Recent decisions by New York Federal Court Judge Shira Scheindlin and Attorney General Eric Holder regarding stop-and-frisk practices and mandatory minimum sentences are a wakeup call. While criticized by some who simplify the issues, there is more to this complicated story that must be told. Their actions should raise the bar of our consciousness.
The story begins by acknowledging the discouraging data predictions about literacy rates in this country. In a nation that prides itself in its commitment to equal access to education, hundreds of thousands of children are still not achieving the reading standard that is appropriate to their particular grade level. There is a looming disparity affecting children and youth who are overlooked because of race and economic marginalization.
According to a 2010 Report by The Annie E. Casey Foundation, millions of American children reach fourth grade without learning to read proficiently. They further state that the highest impact is on children from low income families. It is well researched that reading at grade level by the 3rd grade is crucial to the child’s further educational development and to lower a child’s potential for dropping out of school. Literacy is also a contributor to one’s ability to earn a living wage. The Department of Justice states, “the link between academic failure and delinquency, violence, and crime is welded to reading." Evidence shows that children who do not read by third grade often drop out of school, take drugs, or go to prison. Because of this unfortunate, but reliable data, states use the rate of illiteracy to help calculate the number of prison beds they will need in the future.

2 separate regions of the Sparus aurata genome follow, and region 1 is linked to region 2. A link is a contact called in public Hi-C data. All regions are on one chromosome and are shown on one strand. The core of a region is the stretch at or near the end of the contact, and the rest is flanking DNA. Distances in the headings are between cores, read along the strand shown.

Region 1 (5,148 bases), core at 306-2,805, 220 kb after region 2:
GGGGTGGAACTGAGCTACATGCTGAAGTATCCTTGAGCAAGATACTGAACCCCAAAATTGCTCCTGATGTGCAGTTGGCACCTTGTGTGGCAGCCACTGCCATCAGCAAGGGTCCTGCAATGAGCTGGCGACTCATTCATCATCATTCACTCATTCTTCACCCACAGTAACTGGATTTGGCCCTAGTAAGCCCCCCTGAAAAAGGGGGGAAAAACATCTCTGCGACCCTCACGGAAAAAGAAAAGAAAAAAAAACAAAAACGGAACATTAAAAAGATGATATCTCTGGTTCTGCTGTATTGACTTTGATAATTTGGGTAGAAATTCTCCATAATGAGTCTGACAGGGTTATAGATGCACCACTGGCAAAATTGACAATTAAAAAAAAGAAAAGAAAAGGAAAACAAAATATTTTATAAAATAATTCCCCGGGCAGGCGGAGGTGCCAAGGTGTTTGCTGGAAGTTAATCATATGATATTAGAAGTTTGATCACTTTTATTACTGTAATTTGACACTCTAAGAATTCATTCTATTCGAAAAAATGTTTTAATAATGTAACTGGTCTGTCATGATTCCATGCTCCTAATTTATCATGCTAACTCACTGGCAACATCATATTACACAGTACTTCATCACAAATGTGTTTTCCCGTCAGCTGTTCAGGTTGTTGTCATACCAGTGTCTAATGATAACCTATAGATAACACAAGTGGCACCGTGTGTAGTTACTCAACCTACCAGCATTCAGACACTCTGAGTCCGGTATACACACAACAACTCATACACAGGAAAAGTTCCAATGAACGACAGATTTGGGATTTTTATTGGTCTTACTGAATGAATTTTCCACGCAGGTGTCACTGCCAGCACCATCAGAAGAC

Speaking of prison beds, this alarming story must include the growth in the Prison Industrial Complex over the past few years. This is especially true in communities with small populations that have few other commercial businesses. Current calculations show that the price tag for public and private prisons is over $300 billion. It is lucrative income for private companies who own and operate prisons. However, as in any business, their first priority is profit and not the reduction in crime or the rehabilitation of a human life. If we care about the common good of our society, we must require public accountability for our incarceration system and invest in our children’s future in the first chapters of this story.
The most recent chapter in the story includes the New York City Police statistic that shows 84% of the persons who experienced the stop-and-frisk police practices between 2004 and 2012 were African American and Latinos. We should each be aware of the statistics in our own towns and cities because I suspect they would be similar. Attorney General Holder interrupted the story by stopping the practice of imposing mandatory minimums for low-level drug related crimes. Their actions reveal the unequal impact on people who are poor and people of color, specifically African American and Latino males.
Michelle Alexander, author of “The New Jim Crow: Mass Incarceration in the Age of Colorblindness,” said, “Today’s announcements give us fresh hope that there is, in fact, a growing public consensus that the path that we, the nation, have been on for the past 40 years has been deeply misguided and has caused far more harm and suffering than it has prevented.”
Judge Scheindlin and Attorney General Holder took some small steps toward equal justice for all, but there is so much more to the story that we must hear.
The United Church of Christ has 5,154 churches throughout the United States. Rooted in the Christian traditions of congregational governance and covenantal relationships, each UCC setting speaks only for itself and not on behalf of every UCC congregation. UCC members and churches are free to differ on important social issues, even as the UCC remains principally committed to unity in the midst of our diversity.